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Federal Circuit Patent Bulletin: Tempo Lighting, Inc. v. Tivoli, LLC

February 10, 2014

“[W]here a prevailing party seeks to enlarge its own rights under the judgment or to lessen the rights of its adversary, a cross-appeal generally is needed. But where claims have already been adjudicated invalid, a cross-appeal regarding additional invalidity arguments is generally improper.”

On February 10, 2014, the U.S. Court of Appeals for the Federal Circuit (Rader,* Moore, Wallach) affirmed-in-part, vacated-in-part and remanded the USPTO Patent Trial and Appeal Board decision that reversed the examiner’s rejection of claims 1-3 and 6-13 of U.S. Patent No. 6,554,446, which related to a stair-step lighting apparatus with a reflective strip of material to alert users to the edge of a step in darkened or low-light environments. The Federal Circuit stated:


In claim construction, this court gives primacy to the language of the claims, followed by the specification. Additionally, the prosecution history, while not literally within the patent document, serves as intrinsic evidence for purposes of claim construction. This remains true in construing patent claims before the PTO. Here, the prosecution history shows that Tivoli meant for material that is “inert to light” to be “non-photoluminescent and not activated to glow by absorbing ambient light.” This intrinsic evidence supports the Board’s decision. . . .


This court also reads the Board’s claim construction with an eye to its consistency and support in the specification. When read in context, the specification and claims as construed by the Board do not present significant concerns that the claims might be invalid under 35 U.S.C. § 112 for lack of written description support (as Tempo contends). Specifically, when read in context, the specification’s isolated reference to “capturing” low level light is not reasonably viewed as referring to photoluminescence. And Tempo has not identified any materials in the ‘446 patent that are photoluminescent. Thus, nothing in the specification is inconsistent with the Board’s construction.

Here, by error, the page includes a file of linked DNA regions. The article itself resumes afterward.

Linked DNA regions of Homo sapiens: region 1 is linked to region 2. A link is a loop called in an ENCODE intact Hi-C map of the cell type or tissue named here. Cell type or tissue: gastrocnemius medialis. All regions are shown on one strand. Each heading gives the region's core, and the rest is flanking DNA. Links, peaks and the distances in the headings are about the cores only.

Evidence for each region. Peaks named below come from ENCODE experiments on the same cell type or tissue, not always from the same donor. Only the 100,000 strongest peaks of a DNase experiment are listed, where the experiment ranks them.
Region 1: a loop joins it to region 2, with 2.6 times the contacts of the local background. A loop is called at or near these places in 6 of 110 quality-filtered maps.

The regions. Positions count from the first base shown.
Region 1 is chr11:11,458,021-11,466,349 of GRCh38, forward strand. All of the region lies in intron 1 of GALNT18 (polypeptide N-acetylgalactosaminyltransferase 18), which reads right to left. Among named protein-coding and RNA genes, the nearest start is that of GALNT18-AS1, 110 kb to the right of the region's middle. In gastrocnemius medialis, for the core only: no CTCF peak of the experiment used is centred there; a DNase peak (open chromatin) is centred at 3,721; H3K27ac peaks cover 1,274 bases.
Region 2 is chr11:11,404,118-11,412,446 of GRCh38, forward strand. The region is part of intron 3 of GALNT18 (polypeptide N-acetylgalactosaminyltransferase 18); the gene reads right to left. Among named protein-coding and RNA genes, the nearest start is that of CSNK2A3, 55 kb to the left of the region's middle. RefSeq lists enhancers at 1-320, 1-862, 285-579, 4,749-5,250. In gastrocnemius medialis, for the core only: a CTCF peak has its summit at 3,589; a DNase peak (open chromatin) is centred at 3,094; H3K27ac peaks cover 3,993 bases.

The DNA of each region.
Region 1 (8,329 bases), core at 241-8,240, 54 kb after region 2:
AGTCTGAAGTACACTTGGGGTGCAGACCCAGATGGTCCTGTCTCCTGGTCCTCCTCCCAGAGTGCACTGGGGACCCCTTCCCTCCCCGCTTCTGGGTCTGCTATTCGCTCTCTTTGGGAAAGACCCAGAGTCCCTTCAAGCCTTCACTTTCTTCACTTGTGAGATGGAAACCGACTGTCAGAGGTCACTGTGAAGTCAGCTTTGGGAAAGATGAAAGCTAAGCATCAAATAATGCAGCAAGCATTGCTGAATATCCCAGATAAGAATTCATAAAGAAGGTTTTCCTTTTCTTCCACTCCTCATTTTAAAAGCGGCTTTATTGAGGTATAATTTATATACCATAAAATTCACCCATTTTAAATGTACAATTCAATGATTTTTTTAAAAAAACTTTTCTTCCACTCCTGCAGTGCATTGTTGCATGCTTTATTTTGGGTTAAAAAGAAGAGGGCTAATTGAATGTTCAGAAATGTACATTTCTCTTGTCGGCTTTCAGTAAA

Moreover, the Board properly avoided the circularity inherent in any attempt to construe claims with an eye to preserving their validity, a doctrine of “limited utility.” Thus, even in the unlikely event that it adopted a construction for “inert to light” that might render the claims invalid under § 112, the Board did not err in reaching that meaning based on the intrinsic evidence. In any event, if the stayed litigation proceeds anew before the District Court, Tempo will have an opportunity to challenge the claims under § 112 at that time. . . .


Third-party requester cross-appeals are governed by 37 C.F.R. § 41.61(b). That regulation states, in relevant part, that “a requester who has not filed a notice of appeal may file a notice of cross appeal with respect to any final decision favorable to the patentability, including any final determination not to make a proposed rejection, of any original, proposed amended, or new claim of the patent.” Thus, one of the threshold conditions for a cross-appeal is a final decision favorable to patentability. In this case, the examiner rejected all the claims. Thus, the record presented no decision favorable to patentability for Tempo to appeal. . . .


Finally, where a prevailing party seeks to enlarge its own rights under the judgment or to lessen the rights of its adversary, a cross-appeal generally is needed. But where claims have already been adjudicated invalid, a cross-appeal regarding additional invalidity arguments is generally improper. In this case, Tempo has the right to defend the examiner’s final decision on any ground supported by the record. Throughout the reexamination, Tempo argued that the primary references anticipate the claims under Tivoli’s construction. While Tempo argued in favor of the examiner’s construction and rejections, this did not foreclose Tempo from also advancing arguments under the construction proposed by Tivoli. Contrary to the Board’s decision, and Tivoli’s arguments, Tempo’s conduct does not rise to the level of waiver or invoke judicial estoppel. Accordingly, the Board erred by not considering Tempo’s additional arguments.